In 1982, after years of planning, engineering and FCC permitting, a major change was made to WTCM, which had since started simulcasting with WTCM-FM. The station was moved to its current position at 580 and boosted power to 2,500 watts daytime. The 1400 frequency was donated to a local church, who made the station Traverse City's first religious station, WLJN (We Lift Jesus' Name). WLJN broadcast from the original WTCM studio on Morgan Hill ("Radio Hill" to the locals), at the base of the 1400 kHz tower.
In the late 1980s, WTCM (and other AMs) were struggling. Although he has Democratic leanings, Ross Biederman decided to start airing Rush Limbaugh's program because he thought it would help ratings, and made the station full-time news/talk.
1990s - present
With FCC restrictions lessening, it created opportunities for the younger Biederman to rebuild the Paul Bunyan Network. In the 1990s, he purchased or erected several stations in other northern markets, and designed them to rebroadcast his Traverse City signals.
First, WTCM-FM added a rebroadcaster in WBCM 93.5 FM Boyne City. The 93.5 frequency began broadcasting in 1978 and originally programmed a standalone country format as WCLX (with the calls standing for nearby Charlevoix). (The WBCM calls were used for years at an AM station in Bay City, Michigan, now WMAX.) Later, WKJF 1370 Cadillac eventually simulcasted WCCW. WKJF has since been donated to the same ministry that received the original 1400 signal, Good News Media (which changed the calls to WLJW in March 2004 and has since used it to simulcast WLJN). Also, in the 1990s, Biederman purchased WCCW (AM) 1310 (then standards from ABC's "Stardust" network, now sports from ESPN Radio) and FM 107.5 (oldies), which had been WTCM's primary local competitor in the "early days" after being founded by a former Midwestern employee, John Anderson, in 1960.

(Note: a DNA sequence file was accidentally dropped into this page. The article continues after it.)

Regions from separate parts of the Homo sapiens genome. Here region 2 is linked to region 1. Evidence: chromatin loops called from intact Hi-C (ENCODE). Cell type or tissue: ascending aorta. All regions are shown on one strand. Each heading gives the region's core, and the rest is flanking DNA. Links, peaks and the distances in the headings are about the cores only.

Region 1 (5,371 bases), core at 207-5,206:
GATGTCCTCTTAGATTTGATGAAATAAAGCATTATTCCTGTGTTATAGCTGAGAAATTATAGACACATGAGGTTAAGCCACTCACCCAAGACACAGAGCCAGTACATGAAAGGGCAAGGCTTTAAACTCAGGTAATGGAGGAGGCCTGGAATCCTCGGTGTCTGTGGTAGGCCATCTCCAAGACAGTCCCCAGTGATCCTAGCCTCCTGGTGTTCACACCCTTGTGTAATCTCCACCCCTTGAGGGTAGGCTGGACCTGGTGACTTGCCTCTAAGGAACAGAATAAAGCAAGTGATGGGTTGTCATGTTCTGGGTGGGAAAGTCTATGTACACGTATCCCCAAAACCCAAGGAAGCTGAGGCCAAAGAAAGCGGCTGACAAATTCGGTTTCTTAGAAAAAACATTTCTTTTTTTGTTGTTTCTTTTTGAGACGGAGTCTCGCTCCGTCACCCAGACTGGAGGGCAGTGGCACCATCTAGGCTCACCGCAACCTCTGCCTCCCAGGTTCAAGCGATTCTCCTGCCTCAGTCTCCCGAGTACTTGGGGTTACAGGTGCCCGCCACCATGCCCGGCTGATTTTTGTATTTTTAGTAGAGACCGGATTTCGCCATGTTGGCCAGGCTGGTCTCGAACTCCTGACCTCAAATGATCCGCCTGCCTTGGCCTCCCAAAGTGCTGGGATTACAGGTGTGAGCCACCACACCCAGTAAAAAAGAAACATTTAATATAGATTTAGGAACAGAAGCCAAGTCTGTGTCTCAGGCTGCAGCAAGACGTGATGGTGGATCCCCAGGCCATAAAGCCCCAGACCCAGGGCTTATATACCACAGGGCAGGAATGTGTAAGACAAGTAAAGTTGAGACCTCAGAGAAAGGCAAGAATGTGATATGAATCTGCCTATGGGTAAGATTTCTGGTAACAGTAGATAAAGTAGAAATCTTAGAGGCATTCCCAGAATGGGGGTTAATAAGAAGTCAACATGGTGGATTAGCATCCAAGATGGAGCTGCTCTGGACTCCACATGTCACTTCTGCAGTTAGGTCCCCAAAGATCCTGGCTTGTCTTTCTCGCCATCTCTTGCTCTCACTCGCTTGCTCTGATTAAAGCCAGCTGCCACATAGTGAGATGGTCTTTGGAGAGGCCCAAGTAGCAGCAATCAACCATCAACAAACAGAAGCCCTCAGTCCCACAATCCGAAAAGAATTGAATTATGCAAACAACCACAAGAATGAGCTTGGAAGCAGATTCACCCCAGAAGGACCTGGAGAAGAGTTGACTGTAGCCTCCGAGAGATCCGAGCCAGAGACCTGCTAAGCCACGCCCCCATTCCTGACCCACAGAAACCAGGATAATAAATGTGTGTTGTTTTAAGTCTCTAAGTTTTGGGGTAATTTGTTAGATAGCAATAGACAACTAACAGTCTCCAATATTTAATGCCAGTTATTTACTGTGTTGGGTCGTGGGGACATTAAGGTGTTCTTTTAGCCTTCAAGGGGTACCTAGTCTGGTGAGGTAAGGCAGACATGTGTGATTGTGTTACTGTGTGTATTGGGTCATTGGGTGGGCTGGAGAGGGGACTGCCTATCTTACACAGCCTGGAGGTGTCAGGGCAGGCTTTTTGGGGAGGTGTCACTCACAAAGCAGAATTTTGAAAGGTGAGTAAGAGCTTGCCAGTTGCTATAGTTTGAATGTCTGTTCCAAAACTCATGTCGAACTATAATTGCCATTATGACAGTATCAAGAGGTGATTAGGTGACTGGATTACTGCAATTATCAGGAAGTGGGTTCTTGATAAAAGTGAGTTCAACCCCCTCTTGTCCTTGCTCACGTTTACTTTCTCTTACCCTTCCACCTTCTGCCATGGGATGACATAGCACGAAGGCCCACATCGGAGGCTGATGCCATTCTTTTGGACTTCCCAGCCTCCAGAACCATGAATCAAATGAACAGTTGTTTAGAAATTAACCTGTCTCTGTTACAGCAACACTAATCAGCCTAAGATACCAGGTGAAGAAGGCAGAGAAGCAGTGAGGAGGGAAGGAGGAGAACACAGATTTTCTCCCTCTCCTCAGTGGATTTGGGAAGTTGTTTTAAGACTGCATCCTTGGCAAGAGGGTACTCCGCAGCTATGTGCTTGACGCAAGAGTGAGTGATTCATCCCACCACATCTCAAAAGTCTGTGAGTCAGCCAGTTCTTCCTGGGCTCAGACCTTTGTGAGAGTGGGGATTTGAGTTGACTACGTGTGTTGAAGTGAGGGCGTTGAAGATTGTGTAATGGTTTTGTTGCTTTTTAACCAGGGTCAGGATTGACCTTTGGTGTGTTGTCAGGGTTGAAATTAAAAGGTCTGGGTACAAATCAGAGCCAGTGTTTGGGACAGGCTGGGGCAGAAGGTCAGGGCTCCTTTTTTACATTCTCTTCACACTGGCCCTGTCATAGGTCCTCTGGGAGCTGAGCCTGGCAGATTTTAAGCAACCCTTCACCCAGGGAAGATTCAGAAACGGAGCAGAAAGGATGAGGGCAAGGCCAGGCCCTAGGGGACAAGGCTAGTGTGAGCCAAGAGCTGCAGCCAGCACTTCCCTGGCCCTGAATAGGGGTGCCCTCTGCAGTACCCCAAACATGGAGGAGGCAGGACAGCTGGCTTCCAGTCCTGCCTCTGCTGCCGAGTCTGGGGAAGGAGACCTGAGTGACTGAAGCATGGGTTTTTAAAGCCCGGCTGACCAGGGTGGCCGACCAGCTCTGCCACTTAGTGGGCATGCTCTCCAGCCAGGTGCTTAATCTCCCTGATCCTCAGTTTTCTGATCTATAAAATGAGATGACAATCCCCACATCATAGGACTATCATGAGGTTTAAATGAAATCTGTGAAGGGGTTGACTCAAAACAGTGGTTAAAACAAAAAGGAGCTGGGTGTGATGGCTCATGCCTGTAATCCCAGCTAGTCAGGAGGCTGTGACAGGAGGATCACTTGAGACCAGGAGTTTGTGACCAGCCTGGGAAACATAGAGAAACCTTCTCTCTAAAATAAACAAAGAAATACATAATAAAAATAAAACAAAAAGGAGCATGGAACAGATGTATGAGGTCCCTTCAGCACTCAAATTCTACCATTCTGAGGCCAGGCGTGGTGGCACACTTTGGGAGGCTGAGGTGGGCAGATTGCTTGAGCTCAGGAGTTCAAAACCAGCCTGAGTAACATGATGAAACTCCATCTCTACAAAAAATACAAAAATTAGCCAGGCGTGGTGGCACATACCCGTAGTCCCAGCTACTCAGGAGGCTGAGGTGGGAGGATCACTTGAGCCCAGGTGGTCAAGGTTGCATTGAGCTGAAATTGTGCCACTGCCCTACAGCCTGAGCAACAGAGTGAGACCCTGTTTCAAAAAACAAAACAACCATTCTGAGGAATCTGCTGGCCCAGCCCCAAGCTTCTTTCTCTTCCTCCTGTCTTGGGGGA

Recently, WTCM boosted its power once again, this time to a full 50 kW daytime, allowing its directional signal to penetrate Canada. They, however, only broadcast with 1,100 watts overnight. Because AM transmits mostly through groundwave signals, and Northern Michigan's terrain is mostly sand, transmission is difficult.
The station started broadcasting from its new home, Biederman's Radio Centre building in downtown Traverse City in 2002. The building also houses his other properties, WCCW-AM-FM (along with recent sign-on WCZW-FM 107.9 Charlevoix, which simulcasts WCCW-FM "Oldies 107-5") and Top 40 WJZQ 92.9 FM (Z93).
- Query the FCC's FM station database for WTCM
- Radio-Locator information on WTCM
- Query Nielsen Audio's FM station database for WTCM
- Query the FCC's FM station database for WBCM
- Radio-Locator information on WBCM
- Query Nielsen Audio's FM station database for WBCM